Graphics card not detected? Nobody likes seeing an error like this, especially if you aren’t particularly well-versed in hardware/software interaction details. Don’t worry, we’re here to help.
There are multiple possible reasons why your GPU isn’t being detected, and you might encounter this error in various places, which only adds to the confusion.
Let’s get started!
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GPU Not Detected In Windows
This problem can occur for several reasons, but it’s very annoying when Windows automatically switches to the integrated GPU without you noticing it until you try to play a game. Admittedly, this shouldn’t happen very often, but it illustrates the point.
It can also happen for seemingly random reasons, but the truth is that there’s an explanation for everything that happens on your PC, and this is no exception. If you’re playing a particularly graphically intensive game, your GPU could overheat and temporarily shut down. Sometimes, it doesn’t come back online and leaves you staring at a black screen.
Fortunately, most modern CPUs (excluding Ryzen) come with an integrated graphics card. You can simply switch your monitor to that output (which you can find on your motherboard’s backplate, next to every other device input such as USB or PS/2). This way, you can troubleshoot the issue “from the inside.”
Enabling The Graphics Cards
At that point, your first step should be to go to Device Manager, find your GPU, and check if it’s disabled. You can also choose ‘Enable device’ by clicking on your GPU to fix the problem.
Unfortunately, it’s also possible that the Device Manager won’t even recognize your discrete GPU and will instead only show the properties of the integrated one. In that case, you’ll need to check the BIOS/UEFI, but we’ll get to that later.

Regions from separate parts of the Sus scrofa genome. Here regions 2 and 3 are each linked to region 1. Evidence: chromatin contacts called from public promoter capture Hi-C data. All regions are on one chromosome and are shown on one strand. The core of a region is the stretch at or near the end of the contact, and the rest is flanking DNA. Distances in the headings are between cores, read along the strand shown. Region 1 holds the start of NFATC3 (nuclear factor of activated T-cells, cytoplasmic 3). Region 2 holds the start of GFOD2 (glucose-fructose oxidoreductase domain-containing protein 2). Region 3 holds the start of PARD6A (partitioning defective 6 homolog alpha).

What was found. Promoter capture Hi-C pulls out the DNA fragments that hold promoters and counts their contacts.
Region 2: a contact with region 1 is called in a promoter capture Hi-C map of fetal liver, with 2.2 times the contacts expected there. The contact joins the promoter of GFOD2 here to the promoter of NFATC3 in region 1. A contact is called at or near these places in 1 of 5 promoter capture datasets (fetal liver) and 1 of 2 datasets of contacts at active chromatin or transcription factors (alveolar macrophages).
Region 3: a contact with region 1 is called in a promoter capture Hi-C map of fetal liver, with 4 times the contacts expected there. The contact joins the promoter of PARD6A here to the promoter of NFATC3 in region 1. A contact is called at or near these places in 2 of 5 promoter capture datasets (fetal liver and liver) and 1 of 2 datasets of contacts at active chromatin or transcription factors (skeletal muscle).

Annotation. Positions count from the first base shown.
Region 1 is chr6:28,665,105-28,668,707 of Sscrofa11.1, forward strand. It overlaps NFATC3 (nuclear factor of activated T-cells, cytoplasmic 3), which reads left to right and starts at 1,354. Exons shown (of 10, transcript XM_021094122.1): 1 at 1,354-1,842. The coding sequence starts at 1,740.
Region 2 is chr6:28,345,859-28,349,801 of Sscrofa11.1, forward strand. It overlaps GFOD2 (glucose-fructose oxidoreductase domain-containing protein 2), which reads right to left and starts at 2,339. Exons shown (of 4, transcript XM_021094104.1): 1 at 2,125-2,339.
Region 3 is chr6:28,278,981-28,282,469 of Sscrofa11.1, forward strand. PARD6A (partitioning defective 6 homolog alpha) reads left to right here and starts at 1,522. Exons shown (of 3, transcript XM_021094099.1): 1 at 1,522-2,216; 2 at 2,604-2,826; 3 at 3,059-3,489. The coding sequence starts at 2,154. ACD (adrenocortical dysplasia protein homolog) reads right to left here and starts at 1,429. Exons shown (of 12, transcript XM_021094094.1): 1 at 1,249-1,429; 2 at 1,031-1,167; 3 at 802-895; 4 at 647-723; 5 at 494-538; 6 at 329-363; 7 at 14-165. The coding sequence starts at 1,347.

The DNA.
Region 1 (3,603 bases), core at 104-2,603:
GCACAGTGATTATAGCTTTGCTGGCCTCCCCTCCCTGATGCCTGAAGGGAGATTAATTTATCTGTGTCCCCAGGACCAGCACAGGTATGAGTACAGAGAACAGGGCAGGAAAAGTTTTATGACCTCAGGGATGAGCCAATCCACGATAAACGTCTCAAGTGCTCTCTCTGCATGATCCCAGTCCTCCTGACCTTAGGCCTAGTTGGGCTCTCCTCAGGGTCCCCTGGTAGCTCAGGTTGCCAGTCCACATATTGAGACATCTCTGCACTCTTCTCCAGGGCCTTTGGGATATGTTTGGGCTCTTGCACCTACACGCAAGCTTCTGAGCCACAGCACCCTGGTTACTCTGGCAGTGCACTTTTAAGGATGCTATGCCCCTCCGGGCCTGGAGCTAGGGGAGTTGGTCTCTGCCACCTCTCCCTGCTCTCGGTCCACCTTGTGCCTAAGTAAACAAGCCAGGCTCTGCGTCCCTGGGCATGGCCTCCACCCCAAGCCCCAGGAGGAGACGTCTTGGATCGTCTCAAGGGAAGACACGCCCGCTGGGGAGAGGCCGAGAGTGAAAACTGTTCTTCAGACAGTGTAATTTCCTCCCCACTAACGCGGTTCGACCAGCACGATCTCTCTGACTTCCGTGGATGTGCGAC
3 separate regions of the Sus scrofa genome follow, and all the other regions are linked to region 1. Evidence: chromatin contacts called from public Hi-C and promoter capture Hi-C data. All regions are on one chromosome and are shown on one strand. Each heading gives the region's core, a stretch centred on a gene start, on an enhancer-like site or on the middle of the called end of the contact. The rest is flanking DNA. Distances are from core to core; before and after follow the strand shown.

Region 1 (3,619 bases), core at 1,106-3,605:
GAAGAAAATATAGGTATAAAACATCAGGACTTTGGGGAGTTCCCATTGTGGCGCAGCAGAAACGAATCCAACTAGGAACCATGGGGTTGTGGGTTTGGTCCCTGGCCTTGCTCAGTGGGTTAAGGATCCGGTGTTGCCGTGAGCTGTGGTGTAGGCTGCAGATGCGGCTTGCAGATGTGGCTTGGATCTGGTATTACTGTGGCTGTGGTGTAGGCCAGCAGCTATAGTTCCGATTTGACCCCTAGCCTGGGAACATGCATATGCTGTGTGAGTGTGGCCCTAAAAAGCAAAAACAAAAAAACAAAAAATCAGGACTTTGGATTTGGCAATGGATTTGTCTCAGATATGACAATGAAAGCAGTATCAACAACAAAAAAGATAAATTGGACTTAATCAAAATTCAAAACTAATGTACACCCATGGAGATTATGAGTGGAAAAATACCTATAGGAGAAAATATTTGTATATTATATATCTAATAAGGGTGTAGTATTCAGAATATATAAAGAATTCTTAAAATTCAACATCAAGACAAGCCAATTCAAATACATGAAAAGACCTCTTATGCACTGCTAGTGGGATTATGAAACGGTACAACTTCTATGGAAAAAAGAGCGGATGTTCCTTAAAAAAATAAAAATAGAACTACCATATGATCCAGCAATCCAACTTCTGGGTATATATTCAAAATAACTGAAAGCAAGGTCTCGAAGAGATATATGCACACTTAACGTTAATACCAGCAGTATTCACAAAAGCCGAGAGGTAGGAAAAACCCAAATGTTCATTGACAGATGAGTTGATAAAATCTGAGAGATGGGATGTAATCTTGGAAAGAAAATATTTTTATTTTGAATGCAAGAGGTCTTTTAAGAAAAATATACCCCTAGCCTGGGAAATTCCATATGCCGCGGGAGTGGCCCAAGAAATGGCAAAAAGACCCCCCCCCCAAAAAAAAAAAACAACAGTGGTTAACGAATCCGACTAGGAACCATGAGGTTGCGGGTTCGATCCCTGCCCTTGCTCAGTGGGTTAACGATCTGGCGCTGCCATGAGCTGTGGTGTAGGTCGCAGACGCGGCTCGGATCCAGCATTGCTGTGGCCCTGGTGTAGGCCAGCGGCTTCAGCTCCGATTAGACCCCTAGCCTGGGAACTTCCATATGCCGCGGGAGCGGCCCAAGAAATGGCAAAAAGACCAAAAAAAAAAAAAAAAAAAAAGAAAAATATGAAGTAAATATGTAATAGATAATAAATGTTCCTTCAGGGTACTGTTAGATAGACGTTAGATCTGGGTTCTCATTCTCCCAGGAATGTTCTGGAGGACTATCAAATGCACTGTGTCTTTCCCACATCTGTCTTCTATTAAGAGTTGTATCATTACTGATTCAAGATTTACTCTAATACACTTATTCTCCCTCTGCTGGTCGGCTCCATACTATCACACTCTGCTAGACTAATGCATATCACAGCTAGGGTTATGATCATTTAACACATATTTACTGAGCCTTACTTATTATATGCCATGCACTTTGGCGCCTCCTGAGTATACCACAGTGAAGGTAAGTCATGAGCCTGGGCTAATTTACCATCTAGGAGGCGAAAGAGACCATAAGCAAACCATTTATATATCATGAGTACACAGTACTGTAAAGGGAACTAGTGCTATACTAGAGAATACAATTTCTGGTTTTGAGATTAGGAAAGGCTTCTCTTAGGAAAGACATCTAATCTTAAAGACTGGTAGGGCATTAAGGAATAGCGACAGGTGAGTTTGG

Reinstall The GPU Driver
Sometimes the ‘Graphics card not detected’ error will occur upon the installation of new drivers if something goes wrong. This could be a faulty driver or the new drivers’ incompatibility with another component inside the PC; the options are too numerous to list.
It might be slightly unfair to claim that these errors are purely the fault of the manufacturer. In many cases, the user makes a mistake by downloading the wrong driver. If that happens, you should carefully examine your GPU model and download the correct driver after removing the mistakenly installed one.
The driver installation process for AMD is different from NVIDIA GPUs. Make sure you follow the right guide for driver uninstallation/installation.
However, as GPU technology improves, manufacturers are beginning to prefer the method of having GPU management software installed automatically when a new card is inserted. This software then assumes responsibility for updating drivers.
This issue can also occur after a Windows update. By checking related forums and communities, the only solution is to roll back the update and not install it until you are sure this problem no longer persists.
You can also reinstall the update and see if you get a positive result or need to roll back the update again.
BIOS/UEFI Issue And Fix